When you visit a health care facility, the last thing you expect is to become even sicker. Unfortunately, this is what happens to many who visit a doctor or hospital and go on to develop a severe infection.
An infection may not seem serious, but according to some estimates, about 99,000 deaths a year involve hospital or health care-acquired infections (HAI). When it could have been prevented by following standard practices and protocols, it may qualify as grounds for a medical malpractice claim.
Every medical instrument, tool and device used in a health care setting must be cleaned and sterilized between each use. This is the first line of defense in preventing infection-causing pathogens (bacteria, viruses, etc.) from passing from patient to patient.
Hospitals and other medical facilities must follow established practices to manage and control infections. They could be held liable for patient illnesses, injuries and deaths if they fail to adhere to these practices.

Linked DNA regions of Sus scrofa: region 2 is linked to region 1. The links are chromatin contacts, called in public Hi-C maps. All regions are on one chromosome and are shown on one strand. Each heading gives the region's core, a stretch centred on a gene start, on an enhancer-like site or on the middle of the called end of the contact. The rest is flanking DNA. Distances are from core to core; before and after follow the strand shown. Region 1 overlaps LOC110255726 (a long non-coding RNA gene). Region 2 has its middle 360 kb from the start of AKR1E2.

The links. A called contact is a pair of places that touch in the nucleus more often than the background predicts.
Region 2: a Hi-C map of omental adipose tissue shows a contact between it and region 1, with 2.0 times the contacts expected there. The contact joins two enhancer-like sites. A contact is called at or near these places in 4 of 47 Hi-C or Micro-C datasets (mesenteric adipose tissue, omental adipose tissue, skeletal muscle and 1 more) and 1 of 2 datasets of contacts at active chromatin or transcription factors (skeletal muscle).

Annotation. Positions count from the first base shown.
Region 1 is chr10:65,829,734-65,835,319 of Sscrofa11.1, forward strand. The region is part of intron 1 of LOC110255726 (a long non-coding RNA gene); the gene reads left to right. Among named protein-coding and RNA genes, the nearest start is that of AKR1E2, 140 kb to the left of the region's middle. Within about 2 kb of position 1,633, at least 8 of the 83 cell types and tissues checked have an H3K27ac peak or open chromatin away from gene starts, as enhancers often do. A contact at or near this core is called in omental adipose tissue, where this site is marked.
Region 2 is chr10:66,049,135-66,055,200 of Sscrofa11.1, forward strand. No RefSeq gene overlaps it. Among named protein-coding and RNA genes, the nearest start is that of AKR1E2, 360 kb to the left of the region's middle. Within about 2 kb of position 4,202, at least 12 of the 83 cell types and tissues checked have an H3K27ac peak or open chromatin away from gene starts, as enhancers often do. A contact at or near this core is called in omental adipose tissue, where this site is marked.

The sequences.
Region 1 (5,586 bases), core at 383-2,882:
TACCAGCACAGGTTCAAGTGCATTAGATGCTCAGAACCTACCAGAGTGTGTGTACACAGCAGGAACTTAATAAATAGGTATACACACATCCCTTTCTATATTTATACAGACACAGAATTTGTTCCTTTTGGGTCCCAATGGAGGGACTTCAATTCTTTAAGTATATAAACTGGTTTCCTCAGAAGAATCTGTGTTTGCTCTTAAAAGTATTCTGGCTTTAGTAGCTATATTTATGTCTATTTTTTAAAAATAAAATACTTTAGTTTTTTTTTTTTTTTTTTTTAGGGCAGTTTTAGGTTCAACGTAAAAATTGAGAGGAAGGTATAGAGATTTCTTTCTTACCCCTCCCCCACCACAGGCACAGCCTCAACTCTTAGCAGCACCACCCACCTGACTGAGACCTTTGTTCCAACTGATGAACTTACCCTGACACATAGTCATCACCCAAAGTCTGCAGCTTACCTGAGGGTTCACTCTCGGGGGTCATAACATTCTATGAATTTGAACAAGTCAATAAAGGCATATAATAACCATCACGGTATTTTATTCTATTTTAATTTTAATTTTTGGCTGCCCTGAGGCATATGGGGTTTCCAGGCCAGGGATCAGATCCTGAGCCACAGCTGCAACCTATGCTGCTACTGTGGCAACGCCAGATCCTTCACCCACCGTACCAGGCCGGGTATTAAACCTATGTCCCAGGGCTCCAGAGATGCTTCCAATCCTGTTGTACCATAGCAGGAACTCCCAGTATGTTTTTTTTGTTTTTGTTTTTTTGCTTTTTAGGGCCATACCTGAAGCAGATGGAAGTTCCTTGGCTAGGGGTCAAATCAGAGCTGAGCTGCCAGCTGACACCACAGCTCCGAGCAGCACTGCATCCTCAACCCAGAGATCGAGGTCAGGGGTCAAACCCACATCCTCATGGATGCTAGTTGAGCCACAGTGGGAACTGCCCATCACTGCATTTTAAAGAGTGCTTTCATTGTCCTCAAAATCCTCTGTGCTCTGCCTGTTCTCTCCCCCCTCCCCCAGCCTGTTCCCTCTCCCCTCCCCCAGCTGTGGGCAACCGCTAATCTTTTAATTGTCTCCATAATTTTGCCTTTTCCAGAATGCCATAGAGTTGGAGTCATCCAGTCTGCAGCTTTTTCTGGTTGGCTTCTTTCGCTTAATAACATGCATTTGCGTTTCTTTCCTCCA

Surgery (and post-op) conditions
Surgical site infections (SSI) plague many hospitals and surgery centers. They often arise from unsanitary conditions during a procedure, such as improperly cleaned instruments or poor handwashing practices.
SSIs can also develop while patients are recovering and receiving post-operative wound care. If you can show that unsanitary post-op conditions caused an infection, you may have a solid malpractice claim.
Most medical malpractice claims are extremely complex because victims must have evidence to prove their account of what happened. Having someone who can investigate the incident and gather evidence can increase your chances of success.
Consider learning more about your compensation rights under Iowa law if you or a loved one was seriously injured or sickened in a medical facility.